Telamon Corp. and Ethanol and Fuel and Alternative fuels and Motorsports and Auto Racing and Sports Business and Transportation, Distribution & Logistics

Local racing-fuel supplier expands territory to 26 states

August 26, 2010

A subsidiary of Carmel-based Telamon Corp. that supplies racing teams with ethanol-based fuel made from Indiana corn has signed contracts giving it a distribution channel in 26 states.

National Biofuels Distribution LLC began marketing the fuel, dubbed Ignite, last September to sprint and midget car teams that run on the dirt tracks prevalent throughout the Midwest.

The company on Aug. 9 signed a contract with its first multi-state distributor, Texas-based Lone Star Super Gas Inc. It will market and sell Ignite in Arkansas, Arizona, California, Louisiana, Mississippi, Nevada, New Mexico, Oklahoma, Tennessee and Texas.

Ten days later, on Aug. 19, National Biofuels expanded its distribution territory to 15 more states by signing a deal with Iowa-based Diamond Oil. The agreement gives the company a distribution outlet in Colorado, Idaho, Iowa, Illinois, Kansas, Minnesota, Missouri, Montana, Nebraska, North Dakota, Oregon, South Dakota, Washington, Wisconsin and Wyoming.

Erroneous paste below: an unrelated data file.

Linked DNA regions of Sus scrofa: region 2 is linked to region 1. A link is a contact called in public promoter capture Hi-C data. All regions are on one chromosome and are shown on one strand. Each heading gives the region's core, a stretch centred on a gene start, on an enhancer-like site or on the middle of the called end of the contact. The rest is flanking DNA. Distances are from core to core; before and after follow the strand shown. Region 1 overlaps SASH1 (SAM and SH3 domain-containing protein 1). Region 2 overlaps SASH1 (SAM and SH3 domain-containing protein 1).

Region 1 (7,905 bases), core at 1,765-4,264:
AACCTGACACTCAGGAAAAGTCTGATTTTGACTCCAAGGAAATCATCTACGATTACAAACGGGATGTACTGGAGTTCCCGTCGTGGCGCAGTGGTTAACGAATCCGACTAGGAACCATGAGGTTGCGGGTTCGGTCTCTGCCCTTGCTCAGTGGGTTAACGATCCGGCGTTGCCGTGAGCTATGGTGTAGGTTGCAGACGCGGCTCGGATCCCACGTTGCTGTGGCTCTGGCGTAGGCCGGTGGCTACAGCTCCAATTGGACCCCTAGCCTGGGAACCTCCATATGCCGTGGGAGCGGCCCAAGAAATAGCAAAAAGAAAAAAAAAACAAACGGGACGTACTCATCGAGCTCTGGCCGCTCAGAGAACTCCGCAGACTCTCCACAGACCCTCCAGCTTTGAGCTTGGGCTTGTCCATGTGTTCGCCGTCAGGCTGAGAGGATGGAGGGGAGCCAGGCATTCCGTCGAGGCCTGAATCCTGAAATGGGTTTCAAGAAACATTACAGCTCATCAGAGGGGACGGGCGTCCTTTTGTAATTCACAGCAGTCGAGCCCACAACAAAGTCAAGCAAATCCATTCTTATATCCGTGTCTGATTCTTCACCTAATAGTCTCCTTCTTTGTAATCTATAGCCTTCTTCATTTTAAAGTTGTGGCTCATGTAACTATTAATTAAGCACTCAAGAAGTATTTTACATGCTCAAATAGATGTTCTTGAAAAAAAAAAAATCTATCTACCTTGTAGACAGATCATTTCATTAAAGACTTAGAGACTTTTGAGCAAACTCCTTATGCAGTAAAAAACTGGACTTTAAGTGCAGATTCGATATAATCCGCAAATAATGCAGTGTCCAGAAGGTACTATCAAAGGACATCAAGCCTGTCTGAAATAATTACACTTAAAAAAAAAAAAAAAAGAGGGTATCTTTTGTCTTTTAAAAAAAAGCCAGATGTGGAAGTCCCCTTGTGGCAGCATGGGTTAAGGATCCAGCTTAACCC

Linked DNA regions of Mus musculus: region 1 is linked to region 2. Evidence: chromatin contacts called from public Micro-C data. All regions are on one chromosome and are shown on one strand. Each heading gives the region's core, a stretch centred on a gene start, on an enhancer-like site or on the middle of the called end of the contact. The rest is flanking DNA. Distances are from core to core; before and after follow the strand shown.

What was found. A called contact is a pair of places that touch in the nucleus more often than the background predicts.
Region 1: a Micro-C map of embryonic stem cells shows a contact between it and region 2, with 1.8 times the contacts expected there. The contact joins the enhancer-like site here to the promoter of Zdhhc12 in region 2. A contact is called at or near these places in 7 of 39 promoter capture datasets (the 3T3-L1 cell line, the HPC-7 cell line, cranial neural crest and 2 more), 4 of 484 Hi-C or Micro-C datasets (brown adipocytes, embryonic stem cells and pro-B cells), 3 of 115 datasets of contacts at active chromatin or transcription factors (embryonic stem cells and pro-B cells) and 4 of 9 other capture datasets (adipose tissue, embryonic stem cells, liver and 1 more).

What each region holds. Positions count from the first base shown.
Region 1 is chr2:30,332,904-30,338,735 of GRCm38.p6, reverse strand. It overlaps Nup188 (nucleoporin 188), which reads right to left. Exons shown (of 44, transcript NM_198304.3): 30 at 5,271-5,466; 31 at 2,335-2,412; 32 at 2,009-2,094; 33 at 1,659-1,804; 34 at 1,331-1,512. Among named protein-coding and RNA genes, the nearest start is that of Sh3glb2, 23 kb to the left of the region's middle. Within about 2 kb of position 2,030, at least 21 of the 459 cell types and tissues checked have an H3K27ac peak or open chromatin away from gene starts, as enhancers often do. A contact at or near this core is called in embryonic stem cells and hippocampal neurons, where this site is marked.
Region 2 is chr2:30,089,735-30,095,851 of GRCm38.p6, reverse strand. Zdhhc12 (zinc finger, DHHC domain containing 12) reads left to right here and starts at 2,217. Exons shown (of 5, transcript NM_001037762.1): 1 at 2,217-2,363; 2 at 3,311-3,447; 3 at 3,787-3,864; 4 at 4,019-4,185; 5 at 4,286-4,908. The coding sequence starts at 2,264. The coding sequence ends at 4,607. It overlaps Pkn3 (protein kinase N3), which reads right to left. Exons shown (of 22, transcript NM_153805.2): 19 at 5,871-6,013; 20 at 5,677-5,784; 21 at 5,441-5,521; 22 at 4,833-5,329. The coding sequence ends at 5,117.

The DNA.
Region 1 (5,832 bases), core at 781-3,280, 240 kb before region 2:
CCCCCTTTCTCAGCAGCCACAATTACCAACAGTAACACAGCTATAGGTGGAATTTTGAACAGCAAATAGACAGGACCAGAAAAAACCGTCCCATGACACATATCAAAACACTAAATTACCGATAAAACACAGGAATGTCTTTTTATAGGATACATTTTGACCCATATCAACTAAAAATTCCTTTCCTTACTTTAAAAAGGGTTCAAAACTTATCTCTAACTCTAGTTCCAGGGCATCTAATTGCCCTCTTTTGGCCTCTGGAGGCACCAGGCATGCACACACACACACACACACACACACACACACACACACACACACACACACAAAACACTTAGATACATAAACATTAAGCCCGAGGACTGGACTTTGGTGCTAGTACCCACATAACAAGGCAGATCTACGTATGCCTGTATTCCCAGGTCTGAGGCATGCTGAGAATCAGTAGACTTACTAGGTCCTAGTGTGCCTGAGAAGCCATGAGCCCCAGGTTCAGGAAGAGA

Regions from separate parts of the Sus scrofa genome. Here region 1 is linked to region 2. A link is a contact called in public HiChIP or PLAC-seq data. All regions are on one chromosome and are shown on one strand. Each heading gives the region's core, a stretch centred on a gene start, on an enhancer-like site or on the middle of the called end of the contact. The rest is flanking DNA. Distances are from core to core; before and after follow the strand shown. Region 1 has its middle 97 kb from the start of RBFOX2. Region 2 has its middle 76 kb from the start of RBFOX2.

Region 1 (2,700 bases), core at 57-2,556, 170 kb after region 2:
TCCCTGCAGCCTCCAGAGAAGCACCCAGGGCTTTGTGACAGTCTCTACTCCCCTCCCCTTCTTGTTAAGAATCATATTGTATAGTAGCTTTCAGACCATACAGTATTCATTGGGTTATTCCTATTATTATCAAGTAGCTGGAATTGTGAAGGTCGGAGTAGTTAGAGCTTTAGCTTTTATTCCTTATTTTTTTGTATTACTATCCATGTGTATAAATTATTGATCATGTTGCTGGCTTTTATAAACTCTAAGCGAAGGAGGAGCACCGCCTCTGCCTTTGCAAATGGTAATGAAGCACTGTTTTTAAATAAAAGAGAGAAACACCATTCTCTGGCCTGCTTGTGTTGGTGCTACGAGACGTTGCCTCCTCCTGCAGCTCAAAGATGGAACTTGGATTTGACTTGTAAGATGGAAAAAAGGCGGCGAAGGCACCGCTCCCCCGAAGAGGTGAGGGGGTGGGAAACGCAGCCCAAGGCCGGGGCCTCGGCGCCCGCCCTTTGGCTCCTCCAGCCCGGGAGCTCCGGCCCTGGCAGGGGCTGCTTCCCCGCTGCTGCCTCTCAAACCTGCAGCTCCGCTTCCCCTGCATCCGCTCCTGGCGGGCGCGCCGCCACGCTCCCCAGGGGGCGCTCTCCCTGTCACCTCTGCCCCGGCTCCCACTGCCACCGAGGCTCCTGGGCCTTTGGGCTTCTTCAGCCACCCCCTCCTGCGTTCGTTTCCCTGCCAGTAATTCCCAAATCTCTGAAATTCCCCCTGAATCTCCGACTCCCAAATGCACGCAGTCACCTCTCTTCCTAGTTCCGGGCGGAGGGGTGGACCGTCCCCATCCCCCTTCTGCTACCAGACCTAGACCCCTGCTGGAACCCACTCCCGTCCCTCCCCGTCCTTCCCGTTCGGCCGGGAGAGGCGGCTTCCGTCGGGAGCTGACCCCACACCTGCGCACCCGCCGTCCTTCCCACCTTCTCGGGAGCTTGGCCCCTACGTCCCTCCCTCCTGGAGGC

Ignite received some high-profile exposure at ESPN’s X Games in Los Angeles from July 29 to Aug. 1, when the fuel powered three race teams that competed in rally car and super rally events, National Biofuels said.

Reggie Henderson, former executive director of the Indiana Minority Supplier Development Council, has been spearheading National Biofuels Distribution's growth effort as president of the subsidiary.

Telamon, a telecommunications supplier, was founded in 1985 by Taiwanese native Albert Chen and is one of the largest minority-owned businesses in the state.

While the plunge into alternative fuels may seem like a stretch for Telamon, Chen said his interest in green issues led him to endorse the idea introduced by Henderson.

In addition to racing fuel, the company also markets E85 biofuel for municipal and corporate fleets. E85, which is 85-percent ethanol and 15-percent gasoline, is cheaper than traditional gas and can be used in nearly 8 million flex-fuel vehicles on U.S. roads today. Indiana has more than 120 pumps—tied for third most with Iowa and Wisconsin.

The racing fuel National Biofuels is marketing is blended with a higher ethanol content and burns even cleaner than the E85 used in average vehicles. Perhaps most important, its formula is cheaper than similar fuels produced by larger competitors.

National Biofuels purchases its fuel from Central Indiana Ethanol LLC in Marion.

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